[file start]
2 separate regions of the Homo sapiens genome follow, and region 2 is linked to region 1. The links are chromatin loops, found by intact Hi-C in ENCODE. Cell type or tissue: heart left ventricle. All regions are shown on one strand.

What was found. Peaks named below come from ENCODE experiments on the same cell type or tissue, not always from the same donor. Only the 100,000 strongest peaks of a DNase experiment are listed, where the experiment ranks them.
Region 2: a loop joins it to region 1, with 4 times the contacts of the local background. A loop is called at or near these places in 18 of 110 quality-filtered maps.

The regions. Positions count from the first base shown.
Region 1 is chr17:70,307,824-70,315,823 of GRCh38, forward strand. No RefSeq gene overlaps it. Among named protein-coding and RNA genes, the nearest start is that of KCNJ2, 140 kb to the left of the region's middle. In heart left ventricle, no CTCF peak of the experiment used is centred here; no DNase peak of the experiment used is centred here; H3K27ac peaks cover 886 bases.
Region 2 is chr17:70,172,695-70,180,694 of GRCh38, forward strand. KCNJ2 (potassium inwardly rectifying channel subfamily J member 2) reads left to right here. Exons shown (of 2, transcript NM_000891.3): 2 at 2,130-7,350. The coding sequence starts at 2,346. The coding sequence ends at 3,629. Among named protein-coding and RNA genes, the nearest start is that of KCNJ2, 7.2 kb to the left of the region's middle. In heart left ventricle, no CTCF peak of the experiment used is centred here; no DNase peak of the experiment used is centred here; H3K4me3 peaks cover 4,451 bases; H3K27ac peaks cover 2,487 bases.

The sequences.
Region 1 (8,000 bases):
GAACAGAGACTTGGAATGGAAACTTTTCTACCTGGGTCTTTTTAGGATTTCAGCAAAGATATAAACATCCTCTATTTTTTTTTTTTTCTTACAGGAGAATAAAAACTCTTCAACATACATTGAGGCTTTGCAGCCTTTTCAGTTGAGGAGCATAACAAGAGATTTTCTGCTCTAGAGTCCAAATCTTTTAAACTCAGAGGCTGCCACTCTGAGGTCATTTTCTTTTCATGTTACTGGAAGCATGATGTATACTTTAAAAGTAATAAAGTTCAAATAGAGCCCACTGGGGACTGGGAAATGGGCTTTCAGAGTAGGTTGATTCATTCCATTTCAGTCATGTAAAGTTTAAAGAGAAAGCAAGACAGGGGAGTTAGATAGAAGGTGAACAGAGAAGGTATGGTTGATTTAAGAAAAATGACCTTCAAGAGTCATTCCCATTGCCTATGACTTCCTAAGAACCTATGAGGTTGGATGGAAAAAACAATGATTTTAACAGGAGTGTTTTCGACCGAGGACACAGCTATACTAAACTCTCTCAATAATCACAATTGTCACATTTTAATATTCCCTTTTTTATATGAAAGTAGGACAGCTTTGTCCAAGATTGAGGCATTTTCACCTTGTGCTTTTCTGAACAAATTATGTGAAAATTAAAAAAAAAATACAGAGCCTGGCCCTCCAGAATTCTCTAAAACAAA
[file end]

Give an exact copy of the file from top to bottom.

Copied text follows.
2 separate regions of the Homo sapiens genome follow, and region 2 is linked to region 1. The links are chromatin loops, found by intact Hi-C in ENCODE. Cell type or tissue: heart left ventricle. All regions are shown on one strand.

What was found. Peaks named below come from ENCODE experiments on the same cell type or tissue, not always from the same donor. Only the 100,000 strongest peaks of a DNase experiment are listed, where the experiment ranks them.
Region 2: a loop joins it to region 1, with 4 times the contacts of the local background. A loop is called at or near these places in 18 of 110 quality-filtered maps.

The regions. Positions count from the first base shown.
Region 1 is chr17:70,307,824-70,315,823 of GRCh38, forward strand. No RefSeq gene overlaps it. Among named protein-coding and RNA genes, the nearest start is that of KCNJ2, 140 kb to the left of the region's middle. In heart left ventricle, no CTCF peak of the experiment used is centred here; no DNase peak of the experiment used is centred here; H3K27ac peaks cover 886 bases.
Region 2 is chr17:70,172,695-70,180,694 of GRCh38, forward strand. KCNJ2 (potassium inwardly rectifying channel subfamily J member 2) reads left to right here. Exons shown (of 2, transcript NM_000891.3): 2 at 2,130-7,350. The coding sequence starts at 2,346. The coding sequence ends at 3,629. Among named protein-coding and RNA genes, the nearest start is that of KCNJ2, 7.2 kb to the left of the region's middle. In heart left ventricle, no CTCF peak of the experiment used is centred here; no DNase peak of the experiment used is centred here; H3K4me3 peaks cover 4,451 bases; H3K27ac peaks cover 2,487 bases.

The sequences.
Region 1 (8,000 bases):
GAACAGAGACTTGGAATGGAAACTTTTCTACCTGGGTCTTTTTAGGATTTCAGCAAAGATATAAACATCCTCTATTTTTTTTTTTTTCTTACAGGAGAATAAAAACTCTTCAACATACATTGAGGCTTTGCAGCCTTTTCAGTTGAGGAGCATAACAAGAGATTTTCTGCTCTAGAGTCCAAATCTTTTAAACTCAGAGGCTGCCACTCTGAGGTCATTTTCTTTTCATGTTACTGGAAGCATGATGTATACTTTAAAAGTAATAAAGTTCAAATAGAGCCCACTGGGGACTGGGAAATGGGCTTTCAGAGTAGGTTGATTCATTCCATTTCAGTCATGTAAAGTTTAAAGAGAAAGCAAGACAGGGGAGTTAGATAGAAGGTGAACAGAGAAGGTATGGTTGATTTAAGAAAAATGACCTTCAAGAGTCATTCCCATTGCCTATGACTTCCTAAGAACCTATGAGGTTGGATGGAAAAAACAATGATTTTAACAGGAGTGTTTTCGACCGAGGACACAGCTATACTAAACTCTCTCAATAATCACAATTGTCACATTTTAATATTCCCTTTTTTATATGAAAGTAGGACAGCTTTGTCCAAGATTGAGGCATTTTCACCTTGTGCTTTTCTGAACAAATTATGTGAAAATTAAAAAAAAAATACAGAGCCTGGCCCTCCAGAATTCTCTAAAACAAA